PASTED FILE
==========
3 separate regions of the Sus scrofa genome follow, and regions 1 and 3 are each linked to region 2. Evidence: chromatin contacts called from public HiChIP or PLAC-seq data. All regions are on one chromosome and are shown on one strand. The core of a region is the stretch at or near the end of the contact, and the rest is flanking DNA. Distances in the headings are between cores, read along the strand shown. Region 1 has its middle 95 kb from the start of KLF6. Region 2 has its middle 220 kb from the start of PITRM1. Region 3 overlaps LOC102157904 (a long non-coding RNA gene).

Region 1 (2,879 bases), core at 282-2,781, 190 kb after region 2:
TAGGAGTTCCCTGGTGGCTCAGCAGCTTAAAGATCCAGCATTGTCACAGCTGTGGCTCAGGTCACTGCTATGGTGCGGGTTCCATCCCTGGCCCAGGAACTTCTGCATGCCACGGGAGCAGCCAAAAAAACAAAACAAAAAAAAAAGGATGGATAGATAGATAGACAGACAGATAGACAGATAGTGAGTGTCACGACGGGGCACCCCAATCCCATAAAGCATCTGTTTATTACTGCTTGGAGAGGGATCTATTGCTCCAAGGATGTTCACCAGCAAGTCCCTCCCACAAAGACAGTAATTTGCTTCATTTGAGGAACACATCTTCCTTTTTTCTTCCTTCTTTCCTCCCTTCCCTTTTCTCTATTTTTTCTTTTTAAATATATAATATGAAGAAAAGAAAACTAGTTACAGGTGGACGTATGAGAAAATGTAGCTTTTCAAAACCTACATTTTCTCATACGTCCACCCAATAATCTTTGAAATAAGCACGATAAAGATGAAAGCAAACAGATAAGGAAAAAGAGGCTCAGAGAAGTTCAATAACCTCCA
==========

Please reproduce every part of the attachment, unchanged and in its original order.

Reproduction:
3 separate regions of the Sus scrofa genome follow, and regions 1 and 3 are each linked to region 2. Evidence: chromatin contacts called from public HiChIP or PLAC-seq data. All regions are on one chromosome and are shown on one strand. The core of a region is the stretch at or near the end of the contact, and the rest is flanking DNA. Distances in the headings are between cores, read along the strand shown. Region 1 has its middle 95 kb from the start of KLF6. Region 2 has its middle 220 kb from the start of PITRM1. Region 3 overlaps LOC102157904 (a long non-coding RNA gene).

Region 1 (2,879 bases), core at 282-2,781, 190 kb after region 2:
TAGGAGTTCCCTGGTGGCTCAGCAGCTTAAAGATCCAGCATTGTCACAGCTGTGGCTCAGGTCACTGCTATGGTGCGGGTTCCATCCCTGGCCCAGGAACTTCTGCATGCCACGGGAGCAGCCAAAAAAACAAAACAAAAAAAAAAGGATGGATAGATAGATAGACAGACAGATAGACAGATAGTGAGTGTCACGACGGGGCACCCCAATCCCATAAAGCATCTGTTTATTACTGCTTGGAGAGGGATCTATTGCTCCAAGGATGTTCACCAGCAAGTCCCTCCCACAAAGACAGTAATTTGCTTCATTTGAGGAACACATCTTCCTTTTTTCTTCCTTCTTTCCTCCCTTCCCTTTTCTCTATTTTTTCTTTTTAAATATATAATATGAAGAAAAGAAAACTAGTTACAGGTGGACGTATGAGAAAATGTAGCTTTTCAAAACCTACATTTTCTCATACGTCCACCCAATAATCTTTGAAATAAGCACGATAAAGATGAAAGCAAACAGATAAGGAAAAAGAGGCTCAGAGAAGTTCAATAACCTCCA